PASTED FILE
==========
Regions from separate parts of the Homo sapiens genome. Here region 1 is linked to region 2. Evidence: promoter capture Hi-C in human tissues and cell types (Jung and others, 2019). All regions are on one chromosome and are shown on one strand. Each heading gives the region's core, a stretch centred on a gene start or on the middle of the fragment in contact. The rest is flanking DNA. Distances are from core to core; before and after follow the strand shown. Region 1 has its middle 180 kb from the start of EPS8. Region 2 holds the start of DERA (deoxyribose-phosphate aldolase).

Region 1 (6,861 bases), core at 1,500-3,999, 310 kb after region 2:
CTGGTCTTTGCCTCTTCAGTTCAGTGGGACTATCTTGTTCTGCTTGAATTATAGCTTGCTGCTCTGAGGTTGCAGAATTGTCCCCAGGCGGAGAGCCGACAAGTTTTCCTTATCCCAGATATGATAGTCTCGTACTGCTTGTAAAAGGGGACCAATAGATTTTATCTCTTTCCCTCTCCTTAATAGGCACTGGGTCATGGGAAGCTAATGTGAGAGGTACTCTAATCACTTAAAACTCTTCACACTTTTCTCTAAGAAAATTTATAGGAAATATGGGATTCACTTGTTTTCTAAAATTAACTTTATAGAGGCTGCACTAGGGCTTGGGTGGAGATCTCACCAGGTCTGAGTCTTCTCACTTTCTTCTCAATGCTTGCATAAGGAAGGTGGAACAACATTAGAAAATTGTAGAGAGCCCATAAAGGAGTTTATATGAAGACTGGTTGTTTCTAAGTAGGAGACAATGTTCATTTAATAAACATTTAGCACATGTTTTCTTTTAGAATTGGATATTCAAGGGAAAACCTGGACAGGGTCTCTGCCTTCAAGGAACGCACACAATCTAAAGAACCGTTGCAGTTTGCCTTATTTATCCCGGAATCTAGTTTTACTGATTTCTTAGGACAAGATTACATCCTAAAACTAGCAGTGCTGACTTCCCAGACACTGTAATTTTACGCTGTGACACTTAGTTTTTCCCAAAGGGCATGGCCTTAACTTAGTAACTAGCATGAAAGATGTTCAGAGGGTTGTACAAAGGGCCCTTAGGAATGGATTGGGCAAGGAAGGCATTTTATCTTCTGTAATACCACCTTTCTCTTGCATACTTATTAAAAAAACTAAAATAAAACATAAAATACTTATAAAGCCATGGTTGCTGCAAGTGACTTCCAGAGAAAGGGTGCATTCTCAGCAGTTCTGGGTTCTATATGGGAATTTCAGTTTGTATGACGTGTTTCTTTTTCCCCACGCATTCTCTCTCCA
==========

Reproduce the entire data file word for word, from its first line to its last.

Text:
Regions from separate parts of the Homo sapiens genome. Here region 1 is linked to region 2. Evidence: promoter capture Hi-C in human tissues and cell types (Jung and others, 2019). All regions are on one chromosome and are shown on one strand. Each heading gives the region's core, a stretch centred on a gene start or on the middle of the fragment in contact. The rest is flanking DNA. Distances are from core to core; before and after follow the strand shown. Region 1 has its middle 180 kb from the start of EPS8. Region 2 holds the start of DERA (deoxyribose-phosphate aldolase).

Region 1 (6,861 bases), core at 1,500-3,999, 310 kb after region 2:
CTGGTCTTTGCCTCTTCAGTTCAGTGGGACTATCTTGTTCTGCTTGAATTATAGCTTGCTGCTCTGAGGTTGCAGAATTGTCCCCAGGCGGAGAGCCGACAAGTTTTCCTTATCCCAGATATGATAGTCTCGTACTGCTTGTAAAAGGGGACCAATAGATTTTATCTCTTTCCCTCTCCTTAATAGGCACTGGGTCATGGGAAGCTAATGTGAGAGGTACTCTAATCACTTAAAACTCTTCACACTTTTCTCTAAGAAAATTTATAGGAAATATGGGATTCACTTGTTTTCTAAAATTAACTTTATAGAGGCTGCACTAGGGCTTGGGTGGAGATCTCACCAGGTCTGAGTCTTCTCACTTTCTTCTCAATGCTTGCATAAGGAAGGTGGAACAACATTAGAAAATTGTAGAGAGCCCATAAAGGAGTTTATATGAAGACTGGTTGTTTCTAAGTAGGAGACAATGTTCATTTAATAAACATTTAGCACATGTTTTCTTTTAGAATTGGATATTCAAGGGAAAACCTGGACAGGGTCTCTGCCTTCAAGGAACGCACACAATCTAAAGAACCGTTGCAGTTTGCCTTATTTATCCCGGAATCTAGTTTTACTGATTTCTTAGGACAAGATTACATCCTAAAACTAGCAGTGCTGACTTCCCAGACACTGTAATTTTACGCTGTGACACTTAGTTTTTCCCAAAGGGCATGGCCTTAACTTAGTAACTAGCATGAAAGATGTTCAGAGGGTTGTACAAAGGGCCCTTAGGAATGGATTGGGCAAGGAAGGCATTTTATCTTCTGTAATACCACCTTTCTCTTGCATACTTATTAAAAAAACTAAAATAAAACATAAAATACTTATAAAGCCATGGTTGCTGCAAGTGACTTCCAGAGAAAGGGTGCATTCTCAGCAGTTCTGGGTTCTATATGGGAATTTCAGTTTGTATGACGTGTTTCTTTTTCCCCACGCATTCTCTCTCCA